The name of the project? I Can't Believe It's Not Rock. It's clear that Johns knew even then where his music was taking him and what Silverchair fans might say when they heard it.
Not to mention the reaction of drummer Ben Gillies and bassist Chris Joannou. Despite their youth, they go back a long way – Gillies started making music with Johns at primary school in Newcastle, where they were soon joined by Joannou to play a repertoire of Led Zeppelin, Deep Purple and Black Sabbath songs learnt from their dads' record collections.
"The time I was most nervous about this was showing them the songs and wondering what they were going to think," Johns says. "A lot of this record was written at a time when I didn't even know if I was going to do another Silverchair record.
"I wasn't that I thought the music would be too complex for the band, but I thought the public's perception of the music would be so out of whack with what they were used to from Silverchair that the record might be ignored."
After their initial shock, Joannou and Gillies gave an enthusiastic response to the material and Johns decided to proceed with Silverchair.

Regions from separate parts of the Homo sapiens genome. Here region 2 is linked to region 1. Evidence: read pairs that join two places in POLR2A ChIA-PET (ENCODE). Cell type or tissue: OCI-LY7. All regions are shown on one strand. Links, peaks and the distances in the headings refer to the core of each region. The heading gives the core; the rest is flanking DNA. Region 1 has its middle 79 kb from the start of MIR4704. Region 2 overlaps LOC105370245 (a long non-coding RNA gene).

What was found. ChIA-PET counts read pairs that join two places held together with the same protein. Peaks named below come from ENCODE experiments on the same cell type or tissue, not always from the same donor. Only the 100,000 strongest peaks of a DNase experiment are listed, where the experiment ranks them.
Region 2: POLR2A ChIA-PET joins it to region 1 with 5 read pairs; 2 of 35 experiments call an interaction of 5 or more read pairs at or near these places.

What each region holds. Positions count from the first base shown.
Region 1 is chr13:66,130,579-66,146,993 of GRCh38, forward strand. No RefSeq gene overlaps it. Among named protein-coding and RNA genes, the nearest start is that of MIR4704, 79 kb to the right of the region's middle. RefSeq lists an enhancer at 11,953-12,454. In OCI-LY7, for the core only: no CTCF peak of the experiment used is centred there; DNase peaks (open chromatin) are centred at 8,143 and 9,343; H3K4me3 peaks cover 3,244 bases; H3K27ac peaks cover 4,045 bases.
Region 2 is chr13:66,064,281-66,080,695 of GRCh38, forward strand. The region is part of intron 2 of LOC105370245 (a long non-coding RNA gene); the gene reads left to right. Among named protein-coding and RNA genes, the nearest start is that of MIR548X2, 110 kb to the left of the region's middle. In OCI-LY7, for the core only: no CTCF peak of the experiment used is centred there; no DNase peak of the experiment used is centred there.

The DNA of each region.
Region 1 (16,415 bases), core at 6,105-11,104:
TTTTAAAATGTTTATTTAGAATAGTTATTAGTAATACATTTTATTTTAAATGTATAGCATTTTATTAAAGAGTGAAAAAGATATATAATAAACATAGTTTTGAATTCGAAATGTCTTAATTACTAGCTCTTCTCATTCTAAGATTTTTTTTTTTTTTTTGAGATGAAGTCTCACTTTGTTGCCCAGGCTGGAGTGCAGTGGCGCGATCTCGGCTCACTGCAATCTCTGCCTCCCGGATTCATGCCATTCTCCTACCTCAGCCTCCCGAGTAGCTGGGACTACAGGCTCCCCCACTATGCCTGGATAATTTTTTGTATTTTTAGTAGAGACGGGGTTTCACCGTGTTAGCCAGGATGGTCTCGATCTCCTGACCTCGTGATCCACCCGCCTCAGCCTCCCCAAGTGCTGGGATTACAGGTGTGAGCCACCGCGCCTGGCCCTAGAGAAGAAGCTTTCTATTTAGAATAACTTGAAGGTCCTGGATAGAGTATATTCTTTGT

The dark emotions that drove the world's biggest teenage hard-rock band are gone, replaced by the perspective of someone who had struggled with the demons of teenage stardom and felt good about coming out the other side.
"The last album especially was very black with shades of grey," he says. "This time I was trying to project a sense of colour, a broad spectrum so that people would feel uplifted after listening to it.
"When you're at that age you have that feeling of alienation or whatever it is you're feeling angry about. Now I've grown up a bit and look at things differently.
"My music had always been a projection of what I'm feeling at the time, whereas with this album it was a conscious decision to make the music influence the way I was feeling. Even if I was feeling down, I'd try to write something uplifting to try to change my perception."
At the time Neon Ballroom was released, Johns admitted to having suffered – and recovered from – an eating disorder which inspired Ana's Song.
His teenage years were anything but normal, his band discovered by a Triple J/SBS competition and their Frogstomp album storming into the American top 10 in the year they had turned 16. It went on to sell more than 2.5 million copies worldwide.
Would he recommend that level of fame at such a young age for his own children?
"Definitely not, but that's not to say I don't think it can be a very positive thing to have early success. I feel incredibly proud of what we've done.